From a reader who works at the Pentagon, a point so nicely made it is important to air before we find ourselves completely inundated with primary stuff:
“I agree, great piece (as always) by Mr Keegan. As any intel guy worth their salt will tell you, most often it’s not the enemy’s capability that’s hard to find, it’s their intent. One can usually count the bad guy’s bombs, bullets, and guns, but can’t always tell what’s going on in the bad guy’s mind.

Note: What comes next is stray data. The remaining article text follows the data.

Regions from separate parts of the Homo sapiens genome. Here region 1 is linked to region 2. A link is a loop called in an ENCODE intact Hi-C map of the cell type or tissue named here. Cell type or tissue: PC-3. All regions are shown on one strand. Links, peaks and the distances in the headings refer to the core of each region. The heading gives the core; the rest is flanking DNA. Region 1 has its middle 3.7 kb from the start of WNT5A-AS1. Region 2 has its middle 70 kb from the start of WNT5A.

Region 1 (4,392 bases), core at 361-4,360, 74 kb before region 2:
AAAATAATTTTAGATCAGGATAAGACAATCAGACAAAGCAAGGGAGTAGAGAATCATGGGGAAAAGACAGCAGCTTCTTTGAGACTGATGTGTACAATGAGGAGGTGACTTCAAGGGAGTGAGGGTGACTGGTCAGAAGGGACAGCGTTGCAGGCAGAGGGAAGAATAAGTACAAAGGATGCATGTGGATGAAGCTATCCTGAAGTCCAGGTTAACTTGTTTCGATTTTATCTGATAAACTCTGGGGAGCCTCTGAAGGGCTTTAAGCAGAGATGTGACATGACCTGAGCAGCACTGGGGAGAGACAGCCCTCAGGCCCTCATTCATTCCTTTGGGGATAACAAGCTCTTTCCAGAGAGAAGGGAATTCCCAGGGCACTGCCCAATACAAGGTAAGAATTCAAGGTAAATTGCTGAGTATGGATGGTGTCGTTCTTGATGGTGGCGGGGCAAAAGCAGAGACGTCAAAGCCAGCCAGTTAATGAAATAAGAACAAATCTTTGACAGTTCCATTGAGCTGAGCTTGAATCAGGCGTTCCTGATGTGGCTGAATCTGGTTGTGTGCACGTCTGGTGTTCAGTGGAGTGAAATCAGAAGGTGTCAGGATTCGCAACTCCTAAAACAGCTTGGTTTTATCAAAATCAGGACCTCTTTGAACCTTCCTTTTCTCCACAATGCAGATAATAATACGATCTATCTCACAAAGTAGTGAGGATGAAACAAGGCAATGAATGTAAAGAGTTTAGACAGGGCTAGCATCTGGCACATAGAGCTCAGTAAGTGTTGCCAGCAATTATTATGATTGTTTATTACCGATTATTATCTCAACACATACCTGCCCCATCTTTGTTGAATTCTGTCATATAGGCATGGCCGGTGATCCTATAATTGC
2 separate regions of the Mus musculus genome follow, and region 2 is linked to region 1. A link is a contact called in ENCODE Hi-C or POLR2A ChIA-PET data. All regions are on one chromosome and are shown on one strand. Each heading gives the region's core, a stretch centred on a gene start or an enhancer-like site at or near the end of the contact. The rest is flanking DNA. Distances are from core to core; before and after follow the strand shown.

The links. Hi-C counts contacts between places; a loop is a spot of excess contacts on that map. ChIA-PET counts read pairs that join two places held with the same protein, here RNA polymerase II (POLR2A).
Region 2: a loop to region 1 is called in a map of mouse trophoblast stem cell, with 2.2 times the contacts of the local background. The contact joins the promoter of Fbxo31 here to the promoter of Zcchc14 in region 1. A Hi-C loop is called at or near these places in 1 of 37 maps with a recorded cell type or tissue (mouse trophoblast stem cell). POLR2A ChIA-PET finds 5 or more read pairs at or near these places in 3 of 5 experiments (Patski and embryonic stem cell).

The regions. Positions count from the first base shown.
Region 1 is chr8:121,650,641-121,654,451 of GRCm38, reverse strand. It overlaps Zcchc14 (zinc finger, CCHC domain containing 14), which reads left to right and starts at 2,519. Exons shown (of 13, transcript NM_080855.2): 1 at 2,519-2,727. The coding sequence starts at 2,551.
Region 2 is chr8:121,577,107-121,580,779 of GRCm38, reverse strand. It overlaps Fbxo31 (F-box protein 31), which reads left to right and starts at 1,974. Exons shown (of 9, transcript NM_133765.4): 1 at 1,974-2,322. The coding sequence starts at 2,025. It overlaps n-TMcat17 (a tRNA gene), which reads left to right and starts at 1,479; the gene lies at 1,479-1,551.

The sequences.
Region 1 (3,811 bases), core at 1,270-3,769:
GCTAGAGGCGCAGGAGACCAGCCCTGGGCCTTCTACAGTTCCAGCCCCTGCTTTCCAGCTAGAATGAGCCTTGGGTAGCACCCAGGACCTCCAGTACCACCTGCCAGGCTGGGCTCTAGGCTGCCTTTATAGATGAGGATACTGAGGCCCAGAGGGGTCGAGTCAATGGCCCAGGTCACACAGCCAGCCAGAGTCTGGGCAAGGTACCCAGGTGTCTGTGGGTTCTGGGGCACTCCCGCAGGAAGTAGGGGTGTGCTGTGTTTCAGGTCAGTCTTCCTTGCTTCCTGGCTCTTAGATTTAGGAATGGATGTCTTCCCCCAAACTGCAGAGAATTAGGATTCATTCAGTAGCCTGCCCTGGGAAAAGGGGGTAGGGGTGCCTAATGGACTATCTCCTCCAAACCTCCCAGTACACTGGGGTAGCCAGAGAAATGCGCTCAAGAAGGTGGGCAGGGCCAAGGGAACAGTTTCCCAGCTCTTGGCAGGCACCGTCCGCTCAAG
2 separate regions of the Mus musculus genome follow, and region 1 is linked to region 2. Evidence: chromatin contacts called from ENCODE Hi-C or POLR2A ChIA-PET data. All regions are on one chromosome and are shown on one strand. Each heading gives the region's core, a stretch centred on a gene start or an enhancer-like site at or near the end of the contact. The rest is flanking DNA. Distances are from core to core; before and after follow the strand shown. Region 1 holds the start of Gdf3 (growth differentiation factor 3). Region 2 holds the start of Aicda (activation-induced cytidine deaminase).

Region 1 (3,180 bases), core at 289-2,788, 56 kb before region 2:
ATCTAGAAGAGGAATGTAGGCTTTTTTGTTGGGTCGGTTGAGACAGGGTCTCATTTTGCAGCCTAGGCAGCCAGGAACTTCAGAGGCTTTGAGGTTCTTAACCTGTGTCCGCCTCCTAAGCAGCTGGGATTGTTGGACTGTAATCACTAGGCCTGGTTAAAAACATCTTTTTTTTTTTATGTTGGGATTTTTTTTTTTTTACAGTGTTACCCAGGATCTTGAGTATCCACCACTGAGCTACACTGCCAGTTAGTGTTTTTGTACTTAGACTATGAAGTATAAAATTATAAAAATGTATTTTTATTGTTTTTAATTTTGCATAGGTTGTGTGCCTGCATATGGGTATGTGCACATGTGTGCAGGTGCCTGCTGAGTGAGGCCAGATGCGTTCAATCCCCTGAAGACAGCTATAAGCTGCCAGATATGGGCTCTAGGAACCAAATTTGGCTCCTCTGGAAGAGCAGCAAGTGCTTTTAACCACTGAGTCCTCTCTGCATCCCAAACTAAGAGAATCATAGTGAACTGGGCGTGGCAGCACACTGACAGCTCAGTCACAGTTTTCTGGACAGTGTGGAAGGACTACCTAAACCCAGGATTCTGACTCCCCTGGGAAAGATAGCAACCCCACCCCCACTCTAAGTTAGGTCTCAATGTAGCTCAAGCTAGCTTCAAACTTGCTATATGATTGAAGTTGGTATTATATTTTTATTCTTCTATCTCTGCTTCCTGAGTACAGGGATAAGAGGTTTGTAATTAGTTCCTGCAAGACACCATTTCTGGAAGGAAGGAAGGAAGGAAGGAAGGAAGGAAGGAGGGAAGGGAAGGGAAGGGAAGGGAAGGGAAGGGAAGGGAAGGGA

“Iraq flipped this axiom on its head. We didn’t know what the bad guy’s capabilities were because we couldn’t penetrate the bad guy’s network, but we were pretty certain he was a bad guy. How could anyone on the outside possibly know precisely what Saddam had if Saddam himself– the absolute dictator of Iraq, let me remind Peter Jennings– didn’t even know? However, we were confident that we had Saddam himself figured out– bad guy, loves WMD, hates America, etc. Once motive was proven, all we had to do was make the reasonable assumption that Iraq still had the means to do harm– it didn’t matter much if it was with VX gas, car bombs, or harsh language. Preemption became the logical result.”